"I had gone thus far in error, and had no power to recede. How cautiously should we guard against the first inroads of temptation! I knew that to pry into your papers was criminal; but I reflected that no sentiment of yours was of a nature which made it your interest to conceal it. You wrote much more than you permitted your friends to peruse. My curiosity was strong, and I had only to throw a glance upon the paper, to secure its gratification. I should never have deliberately committed an act like this. The slightest obstacle would have repelled me; but my eye glanced almost spontaneously upon the paper. I caught only parts of sentences; but my eyes comprehended more at a glance, because the characters were short-hand. I lighted on the words SUMMER-HOUSE, MIDNIGHT, and made out a passage which spoke of the propriety and of the effects to be expected from ANOTHER interview. All this passed in less than a moment. I then checked myself, and made myself known to you, by a tap upon your shoulder.

"I could pardon and account for some trifling alarm; but your trepidation and blushes were excessive. You hurried the paper out of sight, and seemed too anxious to discover whether I knew the contents to allow yourself to make any inquiries. I wondered at these appearances of consternation, but did not reason on them until I had retired. When alone, these incidents suggested themselves to my reflections anew.

"To what scene, or what interview, I asked, did you allude? Your disappearance on a former evening, my tracing you to the recess in the bank, your silence on my first and second call, your vague answers and invincible embarrassment, when you, at length, ascended the hill, I recollected with new surprize. Could this be the summerhouse alluded to? A certain timidity and consciousness had generally attended you, when this incident and this recess had been the subjects of conversation. Nay, I imagined that the last time that adventure was mentioned, which happened in the presence of Carwin, the countenance of the latter betrayed some emotion. Could the interview have been with him?

"This was an idea calculated to rouse every faculty to contemplation. An interview at that hour, in this darksome retreat, with a man of this mysterious but formidable character; a clandestine interview, and one which you afterwards endeavoured with so much solicitude to conceal! It was a fearful and portentous occurrence. I could not measure his power, or fathom his designs. Had he rifled from you the secret of your love, and reconciled you to concealment and noctural meetings? I scarcely ever spent a night of more inquietude.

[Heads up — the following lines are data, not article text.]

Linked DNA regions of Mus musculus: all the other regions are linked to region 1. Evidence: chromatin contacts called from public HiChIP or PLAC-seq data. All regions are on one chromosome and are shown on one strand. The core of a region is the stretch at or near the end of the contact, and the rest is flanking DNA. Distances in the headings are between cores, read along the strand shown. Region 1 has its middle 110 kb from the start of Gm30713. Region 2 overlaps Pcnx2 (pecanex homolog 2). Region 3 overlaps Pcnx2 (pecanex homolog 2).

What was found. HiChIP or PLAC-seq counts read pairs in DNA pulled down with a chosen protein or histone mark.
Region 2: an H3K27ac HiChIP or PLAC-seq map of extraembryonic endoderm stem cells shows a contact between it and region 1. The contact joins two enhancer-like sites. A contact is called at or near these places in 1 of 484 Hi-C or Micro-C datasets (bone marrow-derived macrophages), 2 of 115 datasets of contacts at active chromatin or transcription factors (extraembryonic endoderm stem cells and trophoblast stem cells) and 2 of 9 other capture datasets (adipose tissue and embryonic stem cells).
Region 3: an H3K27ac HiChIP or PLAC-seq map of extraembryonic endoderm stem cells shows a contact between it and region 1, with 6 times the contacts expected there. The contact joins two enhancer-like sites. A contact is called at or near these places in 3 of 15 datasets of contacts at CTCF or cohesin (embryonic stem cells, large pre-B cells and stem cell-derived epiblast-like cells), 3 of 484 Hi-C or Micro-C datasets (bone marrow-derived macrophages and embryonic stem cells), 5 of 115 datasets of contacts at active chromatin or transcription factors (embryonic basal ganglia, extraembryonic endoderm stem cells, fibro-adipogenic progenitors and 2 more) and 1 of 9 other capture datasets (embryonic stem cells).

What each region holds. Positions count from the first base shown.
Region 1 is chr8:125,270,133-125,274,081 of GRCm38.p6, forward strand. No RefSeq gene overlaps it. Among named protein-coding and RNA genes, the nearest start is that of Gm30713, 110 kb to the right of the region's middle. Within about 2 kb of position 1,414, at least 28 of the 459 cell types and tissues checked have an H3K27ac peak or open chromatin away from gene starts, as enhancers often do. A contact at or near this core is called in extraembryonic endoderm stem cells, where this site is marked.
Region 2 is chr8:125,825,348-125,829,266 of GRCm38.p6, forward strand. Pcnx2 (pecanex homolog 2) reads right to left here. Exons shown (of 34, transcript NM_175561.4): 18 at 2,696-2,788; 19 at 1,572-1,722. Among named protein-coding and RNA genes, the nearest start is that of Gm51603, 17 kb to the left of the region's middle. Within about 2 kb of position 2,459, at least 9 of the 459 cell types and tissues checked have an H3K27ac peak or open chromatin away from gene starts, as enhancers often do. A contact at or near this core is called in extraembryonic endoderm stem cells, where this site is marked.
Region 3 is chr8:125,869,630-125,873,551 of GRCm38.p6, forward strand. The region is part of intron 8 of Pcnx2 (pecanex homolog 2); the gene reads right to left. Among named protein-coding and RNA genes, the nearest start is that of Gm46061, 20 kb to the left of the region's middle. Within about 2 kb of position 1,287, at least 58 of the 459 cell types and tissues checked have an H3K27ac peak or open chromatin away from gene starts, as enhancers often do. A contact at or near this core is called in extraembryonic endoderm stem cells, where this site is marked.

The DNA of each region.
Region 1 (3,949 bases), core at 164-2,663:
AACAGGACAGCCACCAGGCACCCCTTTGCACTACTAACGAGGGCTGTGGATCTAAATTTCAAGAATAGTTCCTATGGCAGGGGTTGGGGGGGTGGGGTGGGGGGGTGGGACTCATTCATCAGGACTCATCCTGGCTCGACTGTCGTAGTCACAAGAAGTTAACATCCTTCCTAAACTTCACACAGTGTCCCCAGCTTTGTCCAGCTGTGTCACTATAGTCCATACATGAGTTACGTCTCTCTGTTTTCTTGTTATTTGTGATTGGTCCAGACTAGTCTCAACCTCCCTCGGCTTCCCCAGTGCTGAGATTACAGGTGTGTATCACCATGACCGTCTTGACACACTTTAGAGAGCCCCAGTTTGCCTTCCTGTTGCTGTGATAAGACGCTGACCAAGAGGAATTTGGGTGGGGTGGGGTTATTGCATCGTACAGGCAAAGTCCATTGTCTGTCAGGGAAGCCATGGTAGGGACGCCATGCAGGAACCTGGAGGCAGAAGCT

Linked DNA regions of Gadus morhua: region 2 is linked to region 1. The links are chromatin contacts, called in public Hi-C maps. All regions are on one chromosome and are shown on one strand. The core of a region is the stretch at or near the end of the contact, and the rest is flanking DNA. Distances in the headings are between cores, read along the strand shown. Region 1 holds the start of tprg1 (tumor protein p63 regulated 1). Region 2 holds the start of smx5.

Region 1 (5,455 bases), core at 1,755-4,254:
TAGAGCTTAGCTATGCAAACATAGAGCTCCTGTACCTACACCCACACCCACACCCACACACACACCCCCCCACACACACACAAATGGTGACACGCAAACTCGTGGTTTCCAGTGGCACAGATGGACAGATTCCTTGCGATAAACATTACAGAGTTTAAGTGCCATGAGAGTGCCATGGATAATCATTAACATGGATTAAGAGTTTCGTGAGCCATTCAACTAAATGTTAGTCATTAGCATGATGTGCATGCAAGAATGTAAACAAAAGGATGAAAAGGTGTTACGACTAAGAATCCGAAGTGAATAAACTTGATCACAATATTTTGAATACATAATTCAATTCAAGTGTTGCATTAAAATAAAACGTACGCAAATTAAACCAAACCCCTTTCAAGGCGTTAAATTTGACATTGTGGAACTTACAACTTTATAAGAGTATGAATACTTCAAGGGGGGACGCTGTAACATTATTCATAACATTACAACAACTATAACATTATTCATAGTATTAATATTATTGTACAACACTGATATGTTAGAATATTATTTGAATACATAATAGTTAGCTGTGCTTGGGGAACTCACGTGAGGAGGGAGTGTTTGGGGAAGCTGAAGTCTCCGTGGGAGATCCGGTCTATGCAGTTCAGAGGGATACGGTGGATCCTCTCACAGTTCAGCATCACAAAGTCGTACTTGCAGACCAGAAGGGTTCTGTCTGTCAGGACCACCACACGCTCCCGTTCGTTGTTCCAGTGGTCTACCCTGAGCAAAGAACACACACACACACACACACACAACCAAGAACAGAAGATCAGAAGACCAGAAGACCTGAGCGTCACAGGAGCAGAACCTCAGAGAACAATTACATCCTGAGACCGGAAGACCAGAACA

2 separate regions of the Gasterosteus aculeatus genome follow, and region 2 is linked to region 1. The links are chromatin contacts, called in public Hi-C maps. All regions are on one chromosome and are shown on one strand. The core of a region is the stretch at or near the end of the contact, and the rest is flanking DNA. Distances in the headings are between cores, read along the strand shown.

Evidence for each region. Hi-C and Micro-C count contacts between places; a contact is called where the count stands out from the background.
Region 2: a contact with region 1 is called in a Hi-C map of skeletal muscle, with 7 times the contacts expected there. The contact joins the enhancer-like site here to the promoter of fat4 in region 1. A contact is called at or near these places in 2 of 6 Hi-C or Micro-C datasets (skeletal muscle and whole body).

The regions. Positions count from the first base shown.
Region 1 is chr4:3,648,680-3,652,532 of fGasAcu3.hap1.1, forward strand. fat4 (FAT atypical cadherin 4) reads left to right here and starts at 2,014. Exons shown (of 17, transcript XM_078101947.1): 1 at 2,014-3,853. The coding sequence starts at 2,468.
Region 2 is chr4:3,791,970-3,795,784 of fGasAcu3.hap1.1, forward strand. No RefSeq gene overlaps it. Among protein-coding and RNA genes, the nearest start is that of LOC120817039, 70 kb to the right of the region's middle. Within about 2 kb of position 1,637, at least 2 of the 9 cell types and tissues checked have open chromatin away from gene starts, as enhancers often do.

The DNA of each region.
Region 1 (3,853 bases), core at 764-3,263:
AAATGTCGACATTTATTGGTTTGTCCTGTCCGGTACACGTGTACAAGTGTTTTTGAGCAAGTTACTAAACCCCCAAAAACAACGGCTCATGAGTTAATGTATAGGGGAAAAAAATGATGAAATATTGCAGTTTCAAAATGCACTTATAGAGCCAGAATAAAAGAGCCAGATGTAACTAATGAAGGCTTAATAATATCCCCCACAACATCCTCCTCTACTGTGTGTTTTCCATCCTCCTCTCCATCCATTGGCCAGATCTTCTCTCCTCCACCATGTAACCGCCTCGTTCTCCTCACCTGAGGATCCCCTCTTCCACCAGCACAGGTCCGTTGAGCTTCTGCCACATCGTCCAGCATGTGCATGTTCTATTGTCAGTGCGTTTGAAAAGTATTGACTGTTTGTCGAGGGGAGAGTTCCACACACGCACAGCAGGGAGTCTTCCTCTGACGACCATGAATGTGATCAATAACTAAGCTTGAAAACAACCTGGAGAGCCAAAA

"I knew not how to act. The ascertainment of this man's character and views seemed to be, in the first place, necessary. Had he openly preferred his suit to you, we should have been impowered to make direct inquiries; but since he had chosen this obscure path, it seemed reasonable to infer that his character was exceptionable. It, at least, subjected us to the necessity of resorting to other means of information. Yet the improbability that you should commit a deed of such rashness, made me reflect anew upon the insufficiency of those grounds on which my suspicions had been built, and almost to condemn myself for harbouring them.

"Though it was mere conjecture that the interview spoken of had taken place with Carwin, yet two ideas occurred to involve me in the most painful doubts. This man's reasonings might be so specious, and his artifices so profound, that, aided by the passion which you had conceived for him, he had finally succeeded; or his situation might be such as to justify the secrecy which you maintained. In neither case did my wildest reveries suggest to me, that your honor had been forfeited.

"I could not talk with you on this subject. If the imputation was false, its atrociousness would have justly drawn upon me your resentment, and I must have explained by what facts it had been suggested. If it were true, no benefit would follow from the mention of it. You had chosen to conceal it for some reasons, and whether these reasons were true or false, it was proper to discover and remove them in the first place. Finally, I acquiesced in the least painful supposition, trammelled as it was with perplexities, that Carwin was upright, and that, if the reasons of your silence were known, they would be found to be just."